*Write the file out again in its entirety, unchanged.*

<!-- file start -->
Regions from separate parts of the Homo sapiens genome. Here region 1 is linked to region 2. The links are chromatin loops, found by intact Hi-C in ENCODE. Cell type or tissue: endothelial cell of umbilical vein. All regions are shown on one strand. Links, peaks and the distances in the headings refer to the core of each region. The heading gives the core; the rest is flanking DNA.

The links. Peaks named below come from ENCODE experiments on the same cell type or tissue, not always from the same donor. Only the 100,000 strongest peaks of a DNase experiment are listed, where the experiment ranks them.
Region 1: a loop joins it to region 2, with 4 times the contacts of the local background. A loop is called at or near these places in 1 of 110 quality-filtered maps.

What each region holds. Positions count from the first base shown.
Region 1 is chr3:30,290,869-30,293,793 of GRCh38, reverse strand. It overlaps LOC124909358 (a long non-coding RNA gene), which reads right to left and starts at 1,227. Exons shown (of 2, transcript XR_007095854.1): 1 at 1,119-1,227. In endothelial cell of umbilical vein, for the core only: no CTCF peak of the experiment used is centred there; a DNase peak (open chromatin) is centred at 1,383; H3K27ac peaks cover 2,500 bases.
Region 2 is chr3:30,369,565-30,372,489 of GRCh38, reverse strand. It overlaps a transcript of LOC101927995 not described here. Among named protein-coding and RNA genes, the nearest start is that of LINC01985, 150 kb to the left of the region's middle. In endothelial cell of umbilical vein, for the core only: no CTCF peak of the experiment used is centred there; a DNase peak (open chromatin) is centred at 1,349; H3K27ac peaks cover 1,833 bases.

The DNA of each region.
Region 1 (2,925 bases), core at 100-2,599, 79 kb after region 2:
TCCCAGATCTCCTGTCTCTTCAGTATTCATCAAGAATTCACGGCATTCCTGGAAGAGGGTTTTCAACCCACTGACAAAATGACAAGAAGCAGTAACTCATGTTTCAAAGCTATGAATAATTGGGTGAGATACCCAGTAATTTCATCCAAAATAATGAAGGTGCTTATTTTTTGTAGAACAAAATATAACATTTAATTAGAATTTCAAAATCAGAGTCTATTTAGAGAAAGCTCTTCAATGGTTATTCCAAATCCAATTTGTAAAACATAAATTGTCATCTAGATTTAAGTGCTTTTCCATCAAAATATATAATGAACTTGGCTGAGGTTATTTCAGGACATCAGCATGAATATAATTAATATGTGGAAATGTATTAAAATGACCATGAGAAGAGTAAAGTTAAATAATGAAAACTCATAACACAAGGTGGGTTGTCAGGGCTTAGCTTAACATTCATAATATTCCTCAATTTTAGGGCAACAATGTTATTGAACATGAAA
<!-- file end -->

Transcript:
Regions from separate parts of the Homo sapiens genome. Here region 1 is linked to region 2. The links are chromatin loops, found by intact Hi-C in ENCODE. Cell type or tissue: endothelial cell of umbilical vein. All regions are shown on one strand. Links, peaks and the distances in the headings refer to the core of each region. The heading gives the core; the rest is flanking DNA.

The links. Peaks named below come from ENCODE experiments on the same cell type or tissue, not always from the same donor. Only the 100,000 strongest peaks of a DNase experiment are listed, where the experiment ranks them.
Region 1: a loop joins it to region 2, with 4 times the contacts of the local background. A loop is called at or near these places in 1 of 110 quality-filtered maps.

What each region holds. Positions count from the first base shown.
Region 1 is chr3:30,290,869-30,293,793 of GRCh38, reverse strand. It overlaps LOC124909358 (a long non-coding RNA gene), which reads right to left and starts at 1,227. Exons shown (of 2, transcript XR_007095854.1): 1 at 1,119-1,227. In endothelial cell of umbilical vein, for the core only: no CTCF peak of the experiment used is centred there; a DNase peak (open chromatin) is centred at 1,383; H3K27ac peaks cover 2,500 bases.
Region 2 is chr3:30,369,565-30,372,489 of GRCh38, reverse strand. It overlaps a transcript of LOC101927995 not described here. Among named protein-coding and RNA genes, the nearest start is that of LINC01985, 150 kb to the left of the region's middle. In endothelial cell of umbilical vein, for the core only: no CTCF peak of the experiment used is centred there; a DNase peak (open chromatin) is centred at 1,349; H3K27ac peaks cover 1,833 bases.

The DNA of each region.
Region 1 (2,925 bases), core at 100-2,599, 79 kb after region 2:
TCCCAGATCTCCTGTCTCTTCAGTATTCATCAAGAATTCACGGCATTCCTGGAAGAGGGTTTTCAACCCACTGACAAAATGACAAGAAGCAGTAACTCATGTTTCAAAGCTATGAATAATTGGGTGAGATACCCAGTAATTTCATCCAAAATAATGAAGGTGCTTATTTTTTGTAGAACAAAATATAACATTTAATTAGAATTTCAAAATCAGAGTCTATTTAGAGAAAGCTCTTCAATGGTTATTCCAAATCCAATTTGTAAAACATAAATTGTCATCTAGATTTAAGTGCTTTTCCATCAAAATATATAATGAACTTGGCTGAGGTTATTTCAGGACATCAGCATGAATATAATTAATATGTGGAAATGTATTAAAATGACCATGAGAAGAGTAAAGTTAAATAATGAAAACTCATAACACAAGGTGGGTTGTCAGGGCTTAGCTTAACATTCATAATATTCCTCAATTTTAGGGCAACAATGTTATTGAACATGAAA